"This is the story of how the City of Flint was poisoned by its own water. It was not because of a natural disaster, or simple negligence, or even because some corner-cutting company was blinded by profit. Instead, a disastrous choice to break a crucial environmental law, followed by eighteen months of delay and cover-up by the city, state, and federal governments, put a staggering number of citizens in peril.

"Their drinking water, it turned out, was full of lead and other toxins. No amount of lead exposure is safe. There is no known cure for lead poisoning. The threat invaded the most intimate spaces of people’s lives: their bodies, their homes, their meals, the baths they gave their children, the formula they fed their babies. Yet it will be years before we can fully assess the effect of lead exposure on a whole generation of children. We must wait for them to grow up and see. . . .

"Fifty years ago, civil unrest tore through American cities — Flint included — and revealed how inequality was built into their very foundations. It cued a national reflection from which the Kerner Report emerged, a six-volume investigation into the riots of the 1960s by a bipartisan presidential commission. With passion, the Kerner Report urged the country to recommit to its cities, and to rebuild them as places of opportunity. 'These programs will require unprecedented levels of funding and performance,' the authoring commission wrote, 'but they neither probe deeper nor demand more than the problems which called them forth. There can be no higher priority for national action and no higher claim on the Nation’s conscience.' Avoiding the issue, it warned, was itself a choice. And it was one that would send cities on downward spiral.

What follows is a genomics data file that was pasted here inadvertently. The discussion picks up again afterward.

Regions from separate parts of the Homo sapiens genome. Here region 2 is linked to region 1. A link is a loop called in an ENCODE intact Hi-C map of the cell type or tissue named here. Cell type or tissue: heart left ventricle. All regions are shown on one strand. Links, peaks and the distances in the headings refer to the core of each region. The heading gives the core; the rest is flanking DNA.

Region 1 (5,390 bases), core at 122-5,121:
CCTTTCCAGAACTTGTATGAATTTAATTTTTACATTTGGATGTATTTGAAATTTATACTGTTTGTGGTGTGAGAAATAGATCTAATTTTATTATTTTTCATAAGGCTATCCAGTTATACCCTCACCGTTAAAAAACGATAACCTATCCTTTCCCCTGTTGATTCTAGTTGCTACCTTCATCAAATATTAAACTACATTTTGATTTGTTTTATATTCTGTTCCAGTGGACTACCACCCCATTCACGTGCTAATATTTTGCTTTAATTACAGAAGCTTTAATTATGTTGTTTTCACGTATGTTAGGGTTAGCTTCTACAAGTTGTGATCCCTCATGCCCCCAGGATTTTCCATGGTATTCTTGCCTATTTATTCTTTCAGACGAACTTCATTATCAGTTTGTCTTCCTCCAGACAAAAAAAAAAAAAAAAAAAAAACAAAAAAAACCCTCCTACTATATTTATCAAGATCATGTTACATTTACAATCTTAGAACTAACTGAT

"That’s exactly what happened. After decades of negligence by both public and private actors, the well-being of residents in twenty-first-century Flint sat atop a teetering tower of debt, dysfunctional urban policy, disappearing investment, disintegrating infrastructure, and a compromised democratic process. It didn’t take much to tip the city into catastrophe.

"Flint was not alone. Thousands of communities across the country are in a similarly precarious situation. From Akron to Albany, South Bend to St. Louis, Baltimore to Buffalo, Flint is just one of a large class of shrinking cities.